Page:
The following article was provided by the Union County Prosecutor's Office.
On a recent day in Scotch Plains, it looked like a wrestling match or a judo class was underway at the John H. Stamler Police Academy.
In fact, it was the latest in law-enforcement training.
Union County law-enforcement and mental-health professionals have joined forces to implement Crisis Intervention Team training. Known as CIT, this 40-hour joint training teaches police and mental health workers to respond to mental health calls using verbal de-escalation skills and less than lethal force.
Initiated by Prosecutor Theodore J. Romankow, Union County has held four CIT classes since March 2011 with two more planned for June and October. Class size is limited to approximately 20 police and 10 mental-health professionals.
"The goal is to have 25 to 30 percent of the officers in each department certified in CIT," Romankow said.
As Mental Health Awareness Month began this May, 12 Linden CIT officers gathered at the John H. Stamler Police Academy in Scotch Plains to supplement their 40-hour training. While the goal of CIT is to diffuse a crisis situation so that the use of force is not necessary, "there are times when words just don't work," said Romankow.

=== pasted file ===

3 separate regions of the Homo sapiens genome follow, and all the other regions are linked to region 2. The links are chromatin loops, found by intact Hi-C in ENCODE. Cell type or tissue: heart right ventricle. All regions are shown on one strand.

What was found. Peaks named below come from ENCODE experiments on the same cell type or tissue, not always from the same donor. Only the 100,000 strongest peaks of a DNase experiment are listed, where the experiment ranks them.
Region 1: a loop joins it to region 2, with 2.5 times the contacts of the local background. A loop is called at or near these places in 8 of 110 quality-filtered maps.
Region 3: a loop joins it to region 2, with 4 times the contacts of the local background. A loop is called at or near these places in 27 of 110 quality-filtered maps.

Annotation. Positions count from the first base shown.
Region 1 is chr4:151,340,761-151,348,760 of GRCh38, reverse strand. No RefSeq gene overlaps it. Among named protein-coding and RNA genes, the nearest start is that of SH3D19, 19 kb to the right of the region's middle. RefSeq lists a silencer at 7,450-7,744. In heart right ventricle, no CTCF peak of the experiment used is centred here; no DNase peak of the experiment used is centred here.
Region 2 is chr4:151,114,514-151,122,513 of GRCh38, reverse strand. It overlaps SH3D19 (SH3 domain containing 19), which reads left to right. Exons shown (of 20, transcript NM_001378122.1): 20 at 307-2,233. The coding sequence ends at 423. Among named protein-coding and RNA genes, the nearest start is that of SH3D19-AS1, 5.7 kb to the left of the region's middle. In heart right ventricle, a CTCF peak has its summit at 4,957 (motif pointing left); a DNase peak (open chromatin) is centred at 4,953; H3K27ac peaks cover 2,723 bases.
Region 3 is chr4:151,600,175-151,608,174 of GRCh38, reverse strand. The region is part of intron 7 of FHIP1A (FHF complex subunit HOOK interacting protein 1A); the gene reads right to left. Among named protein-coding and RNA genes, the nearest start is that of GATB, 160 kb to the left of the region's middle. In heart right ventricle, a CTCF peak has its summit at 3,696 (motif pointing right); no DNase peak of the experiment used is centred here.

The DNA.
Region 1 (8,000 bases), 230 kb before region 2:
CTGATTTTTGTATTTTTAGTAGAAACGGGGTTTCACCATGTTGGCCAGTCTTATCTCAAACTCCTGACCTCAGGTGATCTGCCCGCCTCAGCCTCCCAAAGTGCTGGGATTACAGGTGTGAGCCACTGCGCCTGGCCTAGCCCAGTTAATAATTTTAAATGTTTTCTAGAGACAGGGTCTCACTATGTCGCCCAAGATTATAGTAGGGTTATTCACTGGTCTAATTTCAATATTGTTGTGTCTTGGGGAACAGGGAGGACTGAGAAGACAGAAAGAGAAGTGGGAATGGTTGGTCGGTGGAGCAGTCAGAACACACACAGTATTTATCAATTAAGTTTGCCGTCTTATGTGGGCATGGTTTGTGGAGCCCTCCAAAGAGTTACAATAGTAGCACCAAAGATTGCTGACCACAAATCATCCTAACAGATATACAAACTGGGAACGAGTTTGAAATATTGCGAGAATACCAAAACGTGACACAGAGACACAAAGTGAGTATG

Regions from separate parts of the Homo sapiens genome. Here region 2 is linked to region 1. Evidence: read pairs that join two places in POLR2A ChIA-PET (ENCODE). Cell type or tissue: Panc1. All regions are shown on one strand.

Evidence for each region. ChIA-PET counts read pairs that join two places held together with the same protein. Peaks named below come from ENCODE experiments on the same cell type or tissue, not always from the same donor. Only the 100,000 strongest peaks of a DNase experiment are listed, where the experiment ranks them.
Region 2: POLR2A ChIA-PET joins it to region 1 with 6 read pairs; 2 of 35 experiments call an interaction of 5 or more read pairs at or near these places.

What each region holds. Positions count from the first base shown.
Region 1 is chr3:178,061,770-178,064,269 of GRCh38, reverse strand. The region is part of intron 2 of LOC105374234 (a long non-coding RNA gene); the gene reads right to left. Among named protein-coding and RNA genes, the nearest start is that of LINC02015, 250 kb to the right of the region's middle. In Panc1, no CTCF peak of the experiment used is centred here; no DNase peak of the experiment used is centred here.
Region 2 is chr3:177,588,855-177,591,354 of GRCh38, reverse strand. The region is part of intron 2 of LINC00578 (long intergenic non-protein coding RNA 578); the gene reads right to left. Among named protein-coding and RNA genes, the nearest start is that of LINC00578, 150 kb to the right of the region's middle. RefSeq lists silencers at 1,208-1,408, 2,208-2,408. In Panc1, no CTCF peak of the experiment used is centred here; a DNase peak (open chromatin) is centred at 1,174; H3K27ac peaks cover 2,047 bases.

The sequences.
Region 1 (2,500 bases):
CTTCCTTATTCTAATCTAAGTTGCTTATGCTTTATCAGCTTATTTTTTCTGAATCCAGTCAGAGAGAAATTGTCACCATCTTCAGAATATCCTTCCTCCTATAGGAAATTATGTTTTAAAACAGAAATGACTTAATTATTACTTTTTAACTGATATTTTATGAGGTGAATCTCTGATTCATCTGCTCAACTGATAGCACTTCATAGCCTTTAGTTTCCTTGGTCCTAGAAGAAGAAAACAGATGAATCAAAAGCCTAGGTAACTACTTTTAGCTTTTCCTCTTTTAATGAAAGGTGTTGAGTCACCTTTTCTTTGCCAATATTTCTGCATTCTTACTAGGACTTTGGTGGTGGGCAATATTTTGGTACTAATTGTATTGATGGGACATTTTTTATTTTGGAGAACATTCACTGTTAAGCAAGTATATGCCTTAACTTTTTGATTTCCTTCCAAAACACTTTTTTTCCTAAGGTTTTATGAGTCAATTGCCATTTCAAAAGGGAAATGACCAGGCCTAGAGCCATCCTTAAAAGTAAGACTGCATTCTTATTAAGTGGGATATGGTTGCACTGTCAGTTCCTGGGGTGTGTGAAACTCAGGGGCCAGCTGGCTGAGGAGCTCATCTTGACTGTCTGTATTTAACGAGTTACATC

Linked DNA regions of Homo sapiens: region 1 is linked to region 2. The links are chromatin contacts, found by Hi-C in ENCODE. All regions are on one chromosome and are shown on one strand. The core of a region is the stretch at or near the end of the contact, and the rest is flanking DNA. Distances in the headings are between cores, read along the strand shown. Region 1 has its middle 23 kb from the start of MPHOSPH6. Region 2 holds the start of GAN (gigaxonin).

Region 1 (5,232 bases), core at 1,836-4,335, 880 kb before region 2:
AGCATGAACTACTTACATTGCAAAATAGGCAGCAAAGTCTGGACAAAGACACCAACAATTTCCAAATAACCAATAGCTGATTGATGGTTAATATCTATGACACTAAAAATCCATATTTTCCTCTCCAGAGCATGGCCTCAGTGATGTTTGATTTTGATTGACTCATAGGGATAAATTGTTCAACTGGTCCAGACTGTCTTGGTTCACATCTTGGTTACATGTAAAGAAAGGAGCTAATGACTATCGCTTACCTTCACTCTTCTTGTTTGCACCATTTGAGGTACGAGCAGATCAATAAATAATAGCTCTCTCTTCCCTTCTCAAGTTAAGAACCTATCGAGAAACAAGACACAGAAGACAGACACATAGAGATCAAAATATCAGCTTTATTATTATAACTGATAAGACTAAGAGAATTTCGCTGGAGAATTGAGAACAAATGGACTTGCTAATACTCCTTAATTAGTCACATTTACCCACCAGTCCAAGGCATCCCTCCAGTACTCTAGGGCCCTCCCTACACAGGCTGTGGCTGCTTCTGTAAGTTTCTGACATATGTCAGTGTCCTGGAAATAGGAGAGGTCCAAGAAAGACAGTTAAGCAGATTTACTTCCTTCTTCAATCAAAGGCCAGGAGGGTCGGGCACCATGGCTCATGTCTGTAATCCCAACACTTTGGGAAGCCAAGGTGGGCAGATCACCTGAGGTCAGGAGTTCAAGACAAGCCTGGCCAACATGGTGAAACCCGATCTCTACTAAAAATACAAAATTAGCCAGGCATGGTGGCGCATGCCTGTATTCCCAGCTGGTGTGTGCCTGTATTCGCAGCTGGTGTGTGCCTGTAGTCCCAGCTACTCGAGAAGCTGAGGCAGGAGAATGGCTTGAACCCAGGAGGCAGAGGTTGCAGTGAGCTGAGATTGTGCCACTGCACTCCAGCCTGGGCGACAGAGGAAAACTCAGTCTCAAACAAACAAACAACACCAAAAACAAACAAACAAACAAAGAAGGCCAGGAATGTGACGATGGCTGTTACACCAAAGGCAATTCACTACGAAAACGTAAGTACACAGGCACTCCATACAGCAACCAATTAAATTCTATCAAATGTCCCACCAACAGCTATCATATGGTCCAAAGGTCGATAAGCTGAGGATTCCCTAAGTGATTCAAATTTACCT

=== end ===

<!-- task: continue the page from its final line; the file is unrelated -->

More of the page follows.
Traditional tactical training for police involves an escalation of force along a predetermined continuum, which may include pepper spray, batons and other equipment. While pain compliance may work under normal circumstances, a person suffering a psychotic episode or other mental-health crisis does may not feel pain. This may lead to an escalation in the use of force and possible injury to the officer and the person with a mental illness.
Employing a combination of martial arts and wrestling moves, the officers were trained in techniques to take down a person quickly and efficiently. Led by Lt. Jonathan Parham and Sgt. Abdul Williams, both CIT-trained officers with the Linden Police Department, the class was taken through a series of hands-on exercises aimed at securing a combative or noncompliant person in the throws of a mental health crisis using minimal force.
The first tactical training of its kind statewide for CIT officers, the class was praised by both law-enforcement and mental-health officials as long overdue.
"Individuals suffering from a mental-health crisis obviously need immediate medical care. Neither they nor the officer involved should suffer physical injury in an effort to obtain that care if it can be avoided," said Parham.